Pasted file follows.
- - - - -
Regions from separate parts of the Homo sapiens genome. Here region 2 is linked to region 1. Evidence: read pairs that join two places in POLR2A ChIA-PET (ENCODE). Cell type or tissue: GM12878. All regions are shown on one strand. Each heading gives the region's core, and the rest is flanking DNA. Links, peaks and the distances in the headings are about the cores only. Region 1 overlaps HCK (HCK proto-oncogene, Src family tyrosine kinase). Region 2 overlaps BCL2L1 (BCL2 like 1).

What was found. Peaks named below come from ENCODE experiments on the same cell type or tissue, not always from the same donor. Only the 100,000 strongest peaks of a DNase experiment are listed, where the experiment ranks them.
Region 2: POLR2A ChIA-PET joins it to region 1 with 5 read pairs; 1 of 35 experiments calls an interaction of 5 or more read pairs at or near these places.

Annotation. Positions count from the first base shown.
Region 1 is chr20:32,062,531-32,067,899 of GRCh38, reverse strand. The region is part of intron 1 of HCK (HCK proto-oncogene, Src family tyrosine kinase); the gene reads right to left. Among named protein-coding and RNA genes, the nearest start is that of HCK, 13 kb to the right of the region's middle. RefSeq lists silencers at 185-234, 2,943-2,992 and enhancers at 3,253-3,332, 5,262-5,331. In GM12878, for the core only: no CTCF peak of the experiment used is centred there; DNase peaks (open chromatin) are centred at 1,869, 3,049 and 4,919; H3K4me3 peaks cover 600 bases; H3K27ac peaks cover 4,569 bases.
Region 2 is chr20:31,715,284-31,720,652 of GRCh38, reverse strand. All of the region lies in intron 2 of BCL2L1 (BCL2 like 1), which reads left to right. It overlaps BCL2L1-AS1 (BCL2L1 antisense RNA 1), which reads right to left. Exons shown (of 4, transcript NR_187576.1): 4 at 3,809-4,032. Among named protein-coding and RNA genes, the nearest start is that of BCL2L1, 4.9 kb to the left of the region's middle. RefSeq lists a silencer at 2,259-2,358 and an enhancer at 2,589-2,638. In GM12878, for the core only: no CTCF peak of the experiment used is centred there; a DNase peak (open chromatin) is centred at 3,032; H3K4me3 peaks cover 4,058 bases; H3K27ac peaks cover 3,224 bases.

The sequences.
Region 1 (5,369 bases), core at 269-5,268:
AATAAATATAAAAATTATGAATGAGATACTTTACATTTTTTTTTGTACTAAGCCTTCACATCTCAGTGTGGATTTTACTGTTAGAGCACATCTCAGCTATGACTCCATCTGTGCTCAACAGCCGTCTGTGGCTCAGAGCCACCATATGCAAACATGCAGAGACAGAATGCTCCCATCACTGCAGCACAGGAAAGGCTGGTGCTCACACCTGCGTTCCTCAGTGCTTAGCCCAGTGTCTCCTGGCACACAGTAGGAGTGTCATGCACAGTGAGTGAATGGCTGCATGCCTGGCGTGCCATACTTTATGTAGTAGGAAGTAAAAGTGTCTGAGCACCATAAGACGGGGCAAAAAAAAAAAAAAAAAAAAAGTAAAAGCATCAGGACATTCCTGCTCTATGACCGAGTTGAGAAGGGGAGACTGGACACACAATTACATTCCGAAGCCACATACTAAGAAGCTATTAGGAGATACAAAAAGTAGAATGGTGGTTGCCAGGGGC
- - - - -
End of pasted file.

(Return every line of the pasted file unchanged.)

Regions from separate parts of the Homo sapiens genome. Here region 2 is linked to region 1. Evidence: read pairs that join two places in POLR2A ChIA-PET (ENCODE). Cell type or tissue: GM12878. All regions are shown on one strand. Each heading gives the region's core, and the rest is flanking DNA. Links, peaks and the distances in the headings are about the cores only. Region 1 overlaps HCK (HCK proto-oncogene, Src family tyrosine kinase). Region 2 overlaps BCL2L1 (BCL2 like 1).

What was found. Peaks named below come from ENCODE experiments on the same cell type or tissue, not always from the same donor. Only the 100,000 strongest peaks of a DNase experiment are listed, where the experiment ranks them.
Region 2: POLR2A ChIA-PET joins it to region 1 with 5 read pairs; 1 of 35 experiments calls an interaction of 5 or more read pairs at or near these places.

Annotation. Positions count from the first base shown.
Region 1 is chr20:32,062,531-32,067,899 of GRCh38, reverse strand. The region is part of intron 1 of HCK (HCK proto-oncogene, Src family tyrosine kinase); the gene reads right to left. Among named protein-coding and RNA genes, the nearest start is that of HCK, 13 kb to the right of the region's middle. RefSeq lists silencers at 185-234, 2,943-2,992 and enhancers at 3,253-3,332, 5,262-5,331. In GM12878, for the core only: no CTCF peak of the experiment used is centred there; DNase peaks (open chromatin) are centred at 1,869, 3,049 and 4,919; H3K4me3 peaks cover 600 bases; H3K27ac peaks cover 4,569 bases.
Region 2 is chr20:31,715,284-31,720,652 of GRCh38, reverse strand. All of the region lies in intron 2 of BCL2L1 (BCL2 like 1), which reads left to right. It overlaps BCL2L1-AS1 (BCL2L1 antisense RNA 1), which reads right to left. Exons shown (of 4, transcript NR_187576.1): 4 at 3,809-4,032. Among named protein-coding and RNA genes, the nearest start is that of BCL2L1, 4.9 kb to the left of the region's middle. RefSeq lists a silencer at 2,259-2,358 and an enhancer at 2,589-2,638. In GM12878, for the core only: no CTCF peak of the experiment used is centred there; a DNase peak (open chromatin) is centred at 3,032; H3K4me3 peaks cover 4,058 bases; H3K27ac peaks cover 3,224 bases.

The sequences.
Region 1 (5,369 bases), core at 269-5,268:
AATAAATATAAAAATTATGAATGAGATACTTTACATTTTTTTTTGTACTAAGCCTTCACATCTCAGTGTGGATTTTACTGTTAGAGCACATCTCAGCTATGACTCCATCTGTGCTCAACAGCCGTCTGTGGCTCAGAGCCACCATATGCAAACATGCAGAGACAGAATGCTCCCATCACTGCAGCACAGGAAAGGCTGGTGCTCACACCTGCGTTCCTCAGTGCTTAGCCCAGTGTCTCCTGGCACACAGTAGGAGTGTCATGCACAGTGAGTGAATGGCTGCATGCCTGGCGTGCCATACTTTATGTAGTAGGAAGTAAAAGTGTCTGAGCACCATAAGACGGGGCAAAAAAAAAAAAAAAAAAAAAGTAAAAGCATCAGGACATTCCTGCTCTATGACCGAGTTGAGAAGGGGAGACTGGACACACAATTACATTCCGAAGCCACATACTAAGAAGCTATTAGGAGATACAAAAAGTAGAATGGTGGTTGCCAGGGGC